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by Debby Millhouse, President, CEO Inc.

The H1N1 flu vaccine has recently arrived in Charlotte. However, as anyone who’s ever gotten a flu shot knows, the shot doesn’t always work. The first flu pandemic since 1968 has been a tricky one to get rid of, with cases increasing in number and in severity over the summer and going into the colder months. Should this pandemic hit your office, you need to be prepared for as much as a forty percent absentee rate. Here are some tips to help you plan for a flu outbreak at your place of business.

  • First, it is vital that you construct a a workable, efficient plan to continue running your business in the event of an outbreak of H1N1. If an outbreak hits, there will be no more time for planning.
  • Institute a stay-at-home policy. Successful companies will urge employees who think they may be experiencing symptoms of the flu to stay home until they feel better, in order to avoid spreading the disease. Although there may be a certain amount of calls from overly anxious cold- sufferers – or flat-out false calls – the stay-at-home policy will ultimately prevent the loss of productivity that would occur if a substantial portion of the staff were infected.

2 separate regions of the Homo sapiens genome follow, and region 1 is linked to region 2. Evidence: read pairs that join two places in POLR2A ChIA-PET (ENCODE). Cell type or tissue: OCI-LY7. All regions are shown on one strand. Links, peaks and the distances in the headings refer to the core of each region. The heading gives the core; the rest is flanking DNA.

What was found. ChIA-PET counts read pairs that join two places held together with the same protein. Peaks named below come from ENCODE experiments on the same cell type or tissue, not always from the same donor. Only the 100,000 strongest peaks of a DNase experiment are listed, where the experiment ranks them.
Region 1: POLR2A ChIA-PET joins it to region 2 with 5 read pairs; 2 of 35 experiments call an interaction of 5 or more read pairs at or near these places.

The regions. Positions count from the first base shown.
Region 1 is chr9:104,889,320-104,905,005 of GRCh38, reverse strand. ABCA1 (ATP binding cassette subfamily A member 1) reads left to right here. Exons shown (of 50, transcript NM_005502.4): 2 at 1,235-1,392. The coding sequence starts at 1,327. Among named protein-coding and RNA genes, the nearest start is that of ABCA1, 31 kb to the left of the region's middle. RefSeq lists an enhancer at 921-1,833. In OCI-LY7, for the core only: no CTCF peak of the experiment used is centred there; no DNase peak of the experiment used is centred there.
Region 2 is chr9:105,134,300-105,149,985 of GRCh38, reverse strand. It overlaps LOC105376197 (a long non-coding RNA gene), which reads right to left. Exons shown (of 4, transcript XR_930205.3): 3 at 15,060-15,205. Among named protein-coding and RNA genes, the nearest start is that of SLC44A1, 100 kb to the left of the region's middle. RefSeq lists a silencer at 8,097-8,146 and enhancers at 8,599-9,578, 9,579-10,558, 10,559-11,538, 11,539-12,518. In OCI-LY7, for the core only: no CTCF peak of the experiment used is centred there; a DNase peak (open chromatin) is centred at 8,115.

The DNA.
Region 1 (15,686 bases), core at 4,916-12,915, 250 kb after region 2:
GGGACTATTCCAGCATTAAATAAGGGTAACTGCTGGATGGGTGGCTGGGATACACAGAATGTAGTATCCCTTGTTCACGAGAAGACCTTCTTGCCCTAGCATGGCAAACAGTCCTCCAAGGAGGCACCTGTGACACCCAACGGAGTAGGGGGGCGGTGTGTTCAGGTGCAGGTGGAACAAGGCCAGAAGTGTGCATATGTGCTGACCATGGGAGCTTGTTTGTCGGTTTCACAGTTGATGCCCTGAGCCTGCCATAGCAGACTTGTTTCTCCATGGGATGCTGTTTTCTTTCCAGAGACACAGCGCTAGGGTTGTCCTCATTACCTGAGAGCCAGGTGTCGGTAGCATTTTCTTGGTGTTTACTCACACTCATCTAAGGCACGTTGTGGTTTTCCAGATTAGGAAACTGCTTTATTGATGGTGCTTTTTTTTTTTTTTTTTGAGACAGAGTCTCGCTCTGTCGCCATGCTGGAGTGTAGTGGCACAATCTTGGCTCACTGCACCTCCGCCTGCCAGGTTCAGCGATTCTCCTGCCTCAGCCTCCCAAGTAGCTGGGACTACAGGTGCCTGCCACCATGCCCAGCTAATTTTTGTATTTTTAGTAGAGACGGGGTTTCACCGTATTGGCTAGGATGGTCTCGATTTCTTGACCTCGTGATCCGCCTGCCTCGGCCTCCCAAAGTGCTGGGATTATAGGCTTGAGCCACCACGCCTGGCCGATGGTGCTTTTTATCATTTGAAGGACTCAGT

• Consider a stay-at-home policy for everyone until the outbreak dies down. I’m not suggesting you shut down your business and dole out the sick pay; I’m suggesting that, if your business is suited to it, you allow employees to telecommute in the event of a local outbreak. Should the rate of infection get up to the 40 percent level, even healthy people will want to stay home to avoid coming down with the H1N1 themselves.
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